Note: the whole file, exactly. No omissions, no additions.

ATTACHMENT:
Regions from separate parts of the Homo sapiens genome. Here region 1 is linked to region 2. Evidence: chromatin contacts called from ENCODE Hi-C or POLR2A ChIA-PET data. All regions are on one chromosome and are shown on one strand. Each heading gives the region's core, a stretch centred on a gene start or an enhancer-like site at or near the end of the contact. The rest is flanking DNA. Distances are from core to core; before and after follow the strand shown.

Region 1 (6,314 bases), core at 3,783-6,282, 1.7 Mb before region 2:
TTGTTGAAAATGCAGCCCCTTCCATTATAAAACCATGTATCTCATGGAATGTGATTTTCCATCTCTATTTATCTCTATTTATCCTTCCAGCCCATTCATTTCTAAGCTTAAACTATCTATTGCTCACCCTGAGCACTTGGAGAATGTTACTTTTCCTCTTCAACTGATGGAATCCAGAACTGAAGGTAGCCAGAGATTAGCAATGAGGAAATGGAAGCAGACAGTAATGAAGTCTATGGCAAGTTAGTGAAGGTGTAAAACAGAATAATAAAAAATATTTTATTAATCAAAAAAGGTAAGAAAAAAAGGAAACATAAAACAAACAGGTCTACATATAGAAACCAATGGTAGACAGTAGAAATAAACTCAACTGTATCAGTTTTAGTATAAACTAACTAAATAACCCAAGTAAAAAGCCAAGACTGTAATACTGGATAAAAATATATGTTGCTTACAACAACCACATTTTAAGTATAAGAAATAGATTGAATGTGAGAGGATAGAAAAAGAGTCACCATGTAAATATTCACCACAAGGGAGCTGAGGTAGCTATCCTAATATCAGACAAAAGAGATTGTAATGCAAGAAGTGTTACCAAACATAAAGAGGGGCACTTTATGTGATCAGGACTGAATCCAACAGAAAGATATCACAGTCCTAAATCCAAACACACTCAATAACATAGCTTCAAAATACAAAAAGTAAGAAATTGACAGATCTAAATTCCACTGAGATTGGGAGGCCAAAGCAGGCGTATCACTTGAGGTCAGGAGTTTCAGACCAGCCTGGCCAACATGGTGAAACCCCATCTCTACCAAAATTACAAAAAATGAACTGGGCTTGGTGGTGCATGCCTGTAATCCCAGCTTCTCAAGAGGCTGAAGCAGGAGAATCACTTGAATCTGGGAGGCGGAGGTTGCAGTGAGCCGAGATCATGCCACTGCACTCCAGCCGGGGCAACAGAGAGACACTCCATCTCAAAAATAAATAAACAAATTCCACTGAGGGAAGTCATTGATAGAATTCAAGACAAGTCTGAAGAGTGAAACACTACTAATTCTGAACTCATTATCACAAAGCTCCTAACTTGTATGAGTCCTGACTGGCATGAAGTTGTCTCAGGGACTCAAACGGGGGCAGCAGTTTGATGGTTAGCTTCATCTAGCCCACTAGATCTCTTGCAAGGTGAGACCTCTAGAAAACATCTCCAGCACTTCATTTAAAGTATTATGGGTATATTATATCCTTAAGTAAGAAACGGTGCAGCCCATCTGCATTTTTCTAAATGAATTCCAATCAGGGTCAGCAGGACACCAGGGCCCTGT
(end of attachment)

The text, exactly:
Regions from separate parts of the Homo sapiens genome. Here region 1 is linked to region 2. Evidence: chromatin contacts called from ENCODE Hi-C or POLR2A ChIA-PET data. All regions are on one chromosome and are shown on one strand. Each heading gives the region's core, a stretch centred on a gene start or an enhancer-like site at or near the end of the contact. The rest is flanking DNA. Distances are from core to core; before and after follow the strand shown.

Region 1 (6,314 bases), core at 3,783-6,282, 1.7 Mb before region 2:
TTGTTGAAAATGCAGCCCCTTCCATTATAAAACCATGTATCTCATGGAATGTGATTTTCCATCTCTATTTATCTCTATTTATCCTTCCAGCCCATTCATTTCTAAGCTTAAACTATCTATTGCTCACCCTGAGCACTTGGAGAATGTTACTTTTCCTCTTCAACTGATGGAATCCAGAACTGAAGGTAGCCAGAGATTAGCAATGAGGAAATGGAAGCAGACAGTAATGAAGTCTATGGCAAGTTAGTGAAGGTGTAAAACAGAATAATAAAAAATATTTTATTAATCAAAAAAGGTAAGAAAAAAAGGAAACATAAAACAAACAGGTCTACATATAGAAACCAATGGTAGACAGTAGAAATAAACTCAACTGTATCAGTTTTAGTATAAACTAACTAAATAACCCAAGTAAAAAGCCAAGACTGTAATACTGGATAAAAATATATGTTGCTTACAACAACCACATTTTAAGTATAAGAAATAGATTGAATGTGAGAGGATAGAAAAAGAGTCACCATGTAAATATTCACCACAAGGGAGCTGAGGTAGCTATCCTAATATCAGACAAAAGAGATTGTAATGCAAGAAGTGTTACCAAACATAAAGAGGGGCACTTTATGTGATCAGGACTGAATCCAACAGAAAGATATCACAGTCCTAAATCCAAACACACTCAATAACATAGCTTCAAAATACAAAAAGTAAGAAATTGACAGATCTAAATTCCACTGAGATTGGGAGGCCAAAGCAGGCGTATCACTTGAGGTCAGGAGTTTCAGACCAGCCTGGCCAACATGGTGAAACCCCATCTCTACCAAAATTACAAAAAATGAACTGGGCTTGGTGGTGCATGCCTGTAATCCCAGCTTCTCAAGAGGCTGAAGCAGGAGAATCACTTGAATCTGGGAGGCGGAGGTTGCAGTGAGCCGAGATCATGCCACTGCACTCCAGCCGGGGCAACAGAGAGACACTCCATCTCAAAAATAAATAAACAAATTCCACTGAGGGAAGTCATTGATAGAATTCAAGACAAGTCTGAAGAGTGAAACACTACTAATTCTGAACTCATTATCACAAAGCTCCTAACTTGTATGAGTCCTGACTGGCATGAAGTTGTCTCAGGGACTCAAACGGGGGCAGCAGTTTGATGGTTAGCTTCATCTAGCCCACTAGATCTCTTGCAAGGTGAGACCTCTAGAAAACATCTCCAGCACTTCATTTAAAGTATTATGGGTATATTATATCCTTAAGTAAGAAACGGTGCAGCCCATCTGCATTTTTCTAAATGAATTCCAATCAGGGTCAGCAGGACACCAGGGCCCTGT